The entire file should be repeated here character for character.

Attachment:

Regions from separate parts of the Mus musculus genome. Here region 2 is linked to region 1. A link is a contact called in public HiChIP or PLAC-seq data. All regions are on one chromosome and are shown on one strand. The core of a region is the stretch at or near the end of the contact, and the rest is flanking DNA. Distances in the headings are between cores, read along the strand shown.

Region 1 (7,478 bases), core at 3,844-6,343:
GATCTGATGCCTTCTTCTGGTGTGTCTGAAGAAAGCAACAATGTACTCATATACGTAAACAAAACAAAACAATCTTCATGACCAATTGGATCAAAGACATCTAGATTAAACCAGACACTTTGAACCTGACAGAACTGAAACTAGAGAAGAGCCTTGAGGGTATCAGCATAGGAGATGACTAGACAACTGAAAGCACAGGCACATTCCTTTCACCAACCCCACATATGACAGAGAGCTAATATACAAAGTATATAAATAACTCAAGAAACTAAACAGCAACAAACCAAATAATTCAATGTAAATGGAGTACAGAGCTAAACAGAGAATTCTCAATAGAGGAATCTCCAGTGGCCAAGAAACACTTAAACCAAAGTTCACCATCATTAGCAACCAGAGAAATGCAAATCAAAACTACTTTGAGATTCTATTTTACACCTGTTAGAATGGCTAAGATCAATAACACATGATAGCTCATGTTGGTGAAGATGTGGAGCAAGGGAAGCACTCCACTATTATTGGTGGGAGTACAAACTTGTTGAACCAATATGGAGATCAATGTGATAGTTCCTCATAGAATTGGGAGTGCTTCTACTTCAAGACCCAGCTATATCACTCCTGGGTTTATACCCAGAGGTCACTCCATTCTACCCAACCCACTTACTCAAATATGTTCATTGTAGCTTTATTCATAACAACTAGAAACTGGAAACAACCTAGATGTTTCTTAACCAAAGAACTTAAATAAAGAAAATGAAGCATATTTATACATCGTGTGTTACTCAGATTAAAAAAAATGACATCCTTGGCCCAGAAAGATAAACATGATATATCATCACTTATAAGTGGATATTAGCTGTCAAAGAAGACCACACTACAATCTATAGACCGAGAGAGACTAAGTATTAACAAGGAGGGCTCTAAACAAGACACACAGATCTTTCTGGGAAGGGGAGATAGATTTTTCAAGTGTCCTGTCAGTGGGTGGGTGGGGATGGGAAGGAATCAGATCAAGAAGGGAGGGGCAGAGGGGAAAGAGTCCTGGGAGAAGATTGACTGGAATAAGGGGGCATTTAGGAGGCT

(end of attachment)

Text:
Regions from separate parts of the Mus musculus genome. Here region 2 is linked to region 1. A link is a contact called in public HiChIP or PLAC-seq data. All regions are on one chromosome and are shown on one strand. The core of a region is the stretch at or near the end of the contact, and the rest is flanking DNA. Distances in the headings are between cores, read along the strand shown.

Region 1 (7,478 bases), core at 3,844-6,343:
GATCTGATGCCTTCTTCTGGTGTGTCTGAAGAAAGCAACAATGTACTCATATACGTAAACAAAACAAAACAATCTTCATGACCAATTGGATCAAAGACATCTAGATTAAACCAGACACTTTGAACCTGACAGAACTGAAACTAGAGAAGAGCCTTGAGGGTATCAGCATAGGAGATGACTAGACAACTGAAAGCACAGGCACATTCCTTTCACCAACCCCACATATGACAGAGAGCTAATATACAAAGTATATAAATAACTCAAGAAACTAAACAGCAACAAACCAAATAATTCAATGTAAATGGAGTACAGAGCTAAACAGAGAATTCTCAATAGAGGAATCTCCAGTGGCCAAGAAACACTTAAACCAAAGTTCACCATCATTAGCAACCAGAGAAATGCAAATCAAAACTACTTTGAGATTCTATTTTACACCTGTTAGAATGGCTAAGATCAATAACACATGATAGCTCATGTTGGTGAAGATGTGGAGCAAGGGAAGCACTCCACTATTATTGGTGGGAGTACAAACTTGTTGAACCAATATGGAGATCAATGTGATAGTTCCTCATAGAATTGGGAGTGCTTCTACTTCAAGACCCAGCTATATCACTCCTGGGTTTATACCCAGAGGTCACTCCATTCTACCCAACCCACTTACTCAAATATGTTCATTGTAGCTTTATTCATAACAACTAGAAACTGGAAACAACCTAGATGTTTCTTAACCAAAGAACTTAAATAAAGAAAATGAAGCATATTTATACATCGTGTGTTACTCAGATTAAAAAAAATGACATCCTTGGCCCAGAAAGATAAACATGATATATCATCACTTATAAGTGGATATTAGCTGTCAAAGAAGACCACACTACAATCTATAGACCGAGAGAGACTAAGTATTAACAAGGAGGGCTCTAAACAAGACACACAGATCTTTCTGGGAAGGGGAGATAGATTTTTCAAGTGTCCTGTCAGTGGGTGGGTGGGGATGGGAAGGAATCAGATCAAGAAGGGAGGGGCAGAGGGGAAAGAGTCCTGGGAGAAGATTGACTGGAATAAGGGGGCATTTAGGAGGCT